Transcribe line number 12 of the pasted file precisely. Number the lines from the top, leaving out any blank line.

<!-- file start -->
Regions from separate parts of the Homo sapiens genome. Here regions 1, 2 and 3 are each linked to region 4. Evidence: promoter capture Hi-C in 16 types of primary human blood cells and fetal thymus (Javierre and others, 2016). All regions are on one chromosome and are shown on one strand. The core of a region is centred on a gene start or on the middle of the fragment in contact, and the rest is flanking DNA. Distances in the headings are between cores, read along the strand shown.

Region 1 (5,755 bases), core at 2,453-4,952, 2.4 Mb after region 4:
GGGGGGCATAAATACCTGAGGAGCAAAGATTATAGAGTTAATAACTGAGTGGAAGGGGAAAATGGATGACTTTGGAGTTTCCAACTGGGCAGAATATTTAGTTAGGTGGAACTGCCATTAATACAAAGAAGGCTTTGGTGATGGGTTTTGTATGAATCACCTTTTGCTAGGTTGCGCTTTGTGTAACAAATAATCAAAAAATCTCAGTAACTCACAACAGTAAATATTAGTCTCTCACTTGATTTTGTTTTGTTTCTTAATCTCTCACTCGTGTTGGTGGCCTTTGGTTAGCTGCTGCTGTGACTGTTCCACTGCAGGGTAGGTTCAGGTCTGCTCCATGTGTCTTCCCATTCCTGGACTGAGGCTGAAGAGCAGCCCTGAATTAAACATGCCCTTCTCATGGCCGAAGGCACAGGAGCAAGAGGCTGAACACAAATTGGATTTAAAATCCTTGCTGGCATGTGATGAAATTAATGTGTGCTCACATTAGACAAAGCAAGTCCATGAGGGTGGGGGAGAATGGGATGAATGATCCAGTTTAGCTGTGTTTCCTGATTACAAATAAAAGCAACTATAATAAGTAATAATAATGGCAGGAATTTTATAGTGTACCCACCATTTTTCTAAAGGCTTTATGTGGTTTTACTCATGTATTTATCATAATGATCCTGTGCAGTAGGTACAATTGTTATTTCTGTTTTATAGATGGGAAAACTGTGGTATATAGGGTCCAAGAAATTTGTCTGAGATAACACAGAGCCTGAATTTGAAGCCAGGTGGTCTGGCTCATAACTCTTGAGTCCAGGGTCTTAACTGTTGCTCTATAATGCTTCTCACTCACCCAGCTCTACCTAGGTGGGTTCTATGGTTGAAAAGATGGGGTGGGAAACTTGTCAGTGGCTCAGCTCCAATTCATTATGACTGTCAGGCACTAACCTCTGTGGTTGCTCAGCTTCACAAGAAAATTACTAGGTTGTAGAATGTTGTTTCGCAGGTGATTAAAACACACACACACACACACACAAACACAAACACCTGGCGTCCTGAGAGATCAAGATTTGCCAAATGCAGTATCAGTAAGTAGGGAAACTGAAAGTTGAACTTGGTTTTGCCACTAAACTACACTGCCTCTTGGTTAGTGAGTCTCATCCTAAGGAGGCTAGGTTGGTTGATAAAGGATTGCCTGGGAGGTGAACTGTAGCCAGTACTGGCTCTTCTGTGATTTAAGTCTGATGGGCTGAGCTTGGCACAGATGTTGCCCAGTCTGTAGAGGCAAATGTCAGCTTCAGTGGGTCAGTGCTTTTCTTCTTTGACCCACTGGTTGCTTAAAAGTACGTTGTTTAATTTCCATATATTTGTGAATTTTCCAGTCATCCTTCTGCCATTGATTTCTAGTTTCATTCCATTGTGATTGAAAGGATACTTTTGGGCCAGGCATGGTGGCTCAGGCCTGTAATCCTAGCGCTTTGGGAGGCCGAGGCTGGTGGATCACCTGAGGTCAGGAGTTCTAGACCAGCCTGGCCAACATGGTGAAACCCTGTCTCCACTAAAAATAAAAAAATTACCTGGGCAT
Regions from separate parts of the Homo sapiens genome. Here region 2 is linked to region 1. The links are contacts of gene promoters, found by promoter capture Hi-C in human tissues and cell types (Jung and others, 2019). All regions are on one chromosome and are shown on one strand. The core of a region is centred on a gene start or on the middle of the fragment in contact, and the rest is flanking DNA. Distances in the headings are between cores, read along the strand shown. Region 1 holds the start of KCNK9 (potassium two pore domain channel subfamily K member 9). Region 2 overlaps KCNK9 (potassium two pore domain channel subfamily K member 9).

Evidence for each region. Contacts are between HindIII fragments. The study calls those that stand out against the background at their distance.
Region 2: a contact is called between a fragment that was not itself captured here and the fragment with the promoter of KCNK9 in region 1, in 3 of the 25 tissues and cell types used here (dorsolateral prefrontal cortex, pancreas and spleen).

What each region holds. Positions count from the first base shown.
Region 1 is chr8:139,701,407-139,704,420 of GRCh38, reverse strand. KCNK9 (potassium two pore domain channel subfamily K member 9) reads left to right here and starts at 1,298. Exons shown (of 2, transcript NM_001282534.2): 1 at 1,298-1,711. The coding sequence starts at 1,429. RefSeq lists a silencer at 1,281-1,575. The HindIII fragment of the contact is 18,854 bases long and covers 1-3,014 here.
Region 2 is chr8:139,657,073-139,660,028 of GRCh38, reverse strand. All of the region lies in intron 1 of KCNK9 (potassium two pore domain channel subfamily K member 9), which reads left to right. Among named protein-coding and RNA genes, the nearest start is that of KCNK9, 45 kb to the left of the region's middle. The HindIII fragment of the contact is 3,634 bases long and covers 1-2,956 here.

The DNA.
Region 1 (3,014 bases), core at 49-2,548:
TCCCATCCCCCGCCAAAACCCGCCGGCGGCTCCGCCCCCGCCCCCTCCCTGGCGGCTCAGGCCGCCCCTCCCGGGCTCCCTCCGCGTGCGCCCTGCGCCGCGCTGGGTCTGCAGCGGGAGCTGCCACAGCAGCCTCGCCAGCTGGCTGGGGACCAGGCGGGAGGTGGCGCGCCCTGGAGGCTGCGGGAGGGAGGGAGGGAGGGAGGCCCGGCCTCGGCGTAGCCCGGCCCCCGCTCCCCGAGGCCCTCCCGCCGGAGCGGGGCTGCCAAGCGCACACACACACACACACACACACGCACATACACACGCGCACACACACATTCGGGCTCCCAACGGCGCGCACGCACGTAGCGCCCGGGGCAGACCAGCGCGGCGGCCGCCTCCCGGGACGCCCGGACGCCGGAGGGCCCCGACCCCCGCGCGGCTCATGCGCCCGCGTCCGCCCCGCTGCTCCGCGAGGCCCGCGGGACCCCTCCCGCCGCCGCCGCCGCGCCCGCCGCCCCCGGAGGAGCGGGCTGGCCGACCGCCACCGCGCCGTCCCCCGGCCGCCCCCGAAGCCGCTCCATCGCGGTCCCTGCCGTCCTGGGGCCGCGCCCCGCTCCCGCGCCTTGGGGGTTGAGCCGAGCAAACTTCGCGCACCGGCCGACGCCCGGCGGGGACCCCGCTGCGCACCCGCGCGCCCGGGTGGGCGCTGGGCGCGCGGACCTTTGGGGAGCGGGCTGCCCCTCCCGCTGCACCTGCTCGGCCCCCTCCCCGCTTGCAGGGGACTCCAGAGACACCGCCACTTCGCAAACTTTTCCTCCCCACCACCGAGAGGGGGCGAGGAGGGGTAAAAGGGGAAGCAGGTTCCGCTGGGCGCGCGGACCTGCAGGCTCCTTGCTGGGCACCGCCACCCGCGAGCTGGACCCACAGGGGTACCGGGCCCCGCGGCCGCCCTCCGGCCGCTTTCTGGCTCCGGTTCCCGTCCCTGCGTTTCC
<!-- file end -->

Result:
TCCCATCCCCCGCCAAAACCCGCCGGCGGCTCCGCCCCCGCCCCCTCCCTGGCGGCTCAGGCCGCCCCTCCCGGGCTCCCTCCGCGTGCGCCCTGCGCCGCGCTGGGTCTGCAGCGGGAGCTGCCACAGCAGCCTCGCCAGCTGGCTGGGGACCAGGCGGGAGGTGGCGCGCCCTGGAGGCTGCGGGAGGGAGGGAGGGAGGGAGGCCCGGCCTCGGCGTAGCCCGGCCCCCGCTCCCCGAGGCCCTCCCGCCGGAGCGGGGCTGCCAAGCGCACACACACACACACACACACACGCACATACACACGCGCACACACACATTCGGGCTCCCAACGGCGCGCACGCACGTAGCGCCCGGGGCAGACCAGCGCGGCGGCCGCCTCCCGGGACGCCCGGACGCCGGAGGGCCCCGACCCCCGCGCGGCTCATGCGCCCGCGTCCGCCCCGCTGCTCCGCGAGGCCCGCGGGACCCCTCCCGCCGCCGCCGCCGCGCCCGCCGCCCCCGGAGGAGCGGGCTGGCCGACCGCCACCGCGCCGTCCCCCGGCCGCCCCCGAAGCCGCTCCATCGCGGTCCCTGCCGTCCTGGGGCCGCGCCCCGCTCCCGCGCCTTGGGGGTTGAGCCGAGCAAACTTCGCGCACCGGCCGACGCCCGGCGGGGACCCCGCTGCGCACCCGCGCGCCCGGGTGGGCGCTGGGCGCGCGGACCTTTGGGGAGCGGGCTGCCCCTCCCGCTGCACCTGCTCGGCCCCCTCCCCGCTTGCAGGGGACTCCAGAGACACCGCCACTTCGCAAACTTTTCCTCCCCACCACCGAGAGGGGGCGAGGAGGGGTAAAAGGGGAAGCAGGTTCCGCTGGGCGCGCGGACCTGCAGGCTCCTTGCTGGGCACCGCCACCCGCGAGCTGGACCCACAGGGGTACCGGGCCCCGCGGCCGCCCTCCGGCCGCTTTCTGGCTCCGGTTCCCGTCCCTGCGTTTCC